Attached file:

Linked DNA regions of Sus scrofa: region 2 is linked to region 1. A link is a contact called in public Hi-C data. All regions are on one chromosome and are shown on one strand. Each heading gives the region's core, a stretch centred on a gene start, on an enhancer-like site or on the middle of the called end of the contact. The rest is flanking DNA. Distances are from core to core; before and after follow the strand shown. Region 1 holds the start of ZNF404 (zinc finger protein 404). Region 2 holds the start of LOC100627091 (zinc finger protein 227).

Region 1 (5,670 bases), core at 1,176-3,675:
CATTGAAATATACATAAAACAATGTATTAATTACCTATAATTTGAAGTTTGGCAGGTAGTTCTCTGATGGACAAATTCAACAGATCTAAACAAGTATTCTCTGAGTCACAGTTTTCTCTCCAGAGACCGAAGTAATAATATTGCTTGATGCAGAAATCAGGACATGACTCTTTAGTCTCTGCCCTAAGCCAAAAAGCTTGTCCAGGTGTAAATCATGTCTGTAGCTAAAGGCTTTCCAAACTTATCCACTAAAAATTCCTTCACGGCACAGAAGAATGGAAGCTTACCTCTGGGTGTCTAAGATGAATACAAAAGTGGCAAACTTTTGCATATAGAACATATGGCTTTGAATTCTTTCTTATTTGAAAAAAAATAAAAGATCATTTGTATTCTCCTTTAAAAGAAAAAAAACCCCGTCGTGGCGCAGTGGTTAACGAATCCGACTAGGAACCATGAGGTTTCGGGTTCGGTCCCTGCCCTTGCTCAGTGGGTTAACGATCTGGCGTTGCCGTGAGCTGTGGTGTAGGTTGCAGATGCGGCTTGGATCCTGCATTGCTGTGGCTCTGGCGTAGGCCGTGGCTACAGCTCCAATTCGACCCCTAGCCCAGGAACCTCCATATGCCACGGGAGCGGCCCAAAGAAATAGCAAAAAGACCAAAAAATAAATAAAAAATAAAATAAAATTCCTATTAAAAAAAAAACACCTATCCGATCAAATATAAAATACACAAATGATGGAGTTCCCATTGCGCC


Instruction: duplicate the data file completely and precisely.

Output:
Linked DNA regions of Sus scrofa: region 2 is linked to region 1. A link is a contact called in public Hi-C data. All regions are on one chromosome and are shown on one strand. Each heading gives the region's core, a stretch centred on a gene start, on an enhancer-like site or on the middle of the called end of the contact. The rest is flanking DNA. Distances are from core to core; before and after follow the strand shown. Region 1 holds the start of ZNF404 (zinc finger protein 404). Region 2 holds the start of LOC100627091 (zinc finger protein 227).

Region 1 (5,670 bases), core at 1,176-3,675:
CATTGAAATATACATAAAACAATGTATTAATTACCTATAATTTGAAGTTTGGCAGGTAGTTCTCTGATGGACAAATTCAACAGATCTAAACAAGTATTCTCTGAGTCACAGTTTTCTCTCCAGAGACCGAAGTAATAATATTGCTTGATGCAGAAATCAGGACATGACTCTTTAGTCTCTGCCCTAAGCCAAAAAGCTTGTCCAGGTGTAAATCATGTCTGTAGCTAAAGGCTTTCCAAACTTATCCACTAAAAATTCCTTCACGGCACAGAAGAATGGAAGCTTACCTCTGGGTGTCTAAGATGAATACAAAAGTGGCAAACTTTTGCATATAGAACATATGGCTTTGAATTCTTTCTTATTTGAAAAAAAATAAAAGATCATTTGTATTCTCCTTTAAAAGAAAAAAAACCCCGTCGTGGCGCAGTGGTTAACGAATCCGACTAGGAACCATGAGGTTTCGGGTTCGGTCCCTGCCCTTGCTCAGTGGGTTAACGATCTGGCGTTGCCGTGAGCTGTGGTGTAGGTTGCAGATGCGGCTTGGATCCTGCATTGCTGTGGCTCTGGCGTAGGCCGTGGCTACAGCTCCAATTCGACCCCTAGCCCAGGAACCTCCATATGCCACGGGAGCGGCCCAAAGAAATAGCAAAAAGACCAAAAAATAAATAAAAAATAAAATAAAATTCCTATTAAAAAAAAAACACCTATCCGATCAAATATAAAATACACAAATGATGGAGTTCCCATTGCGCC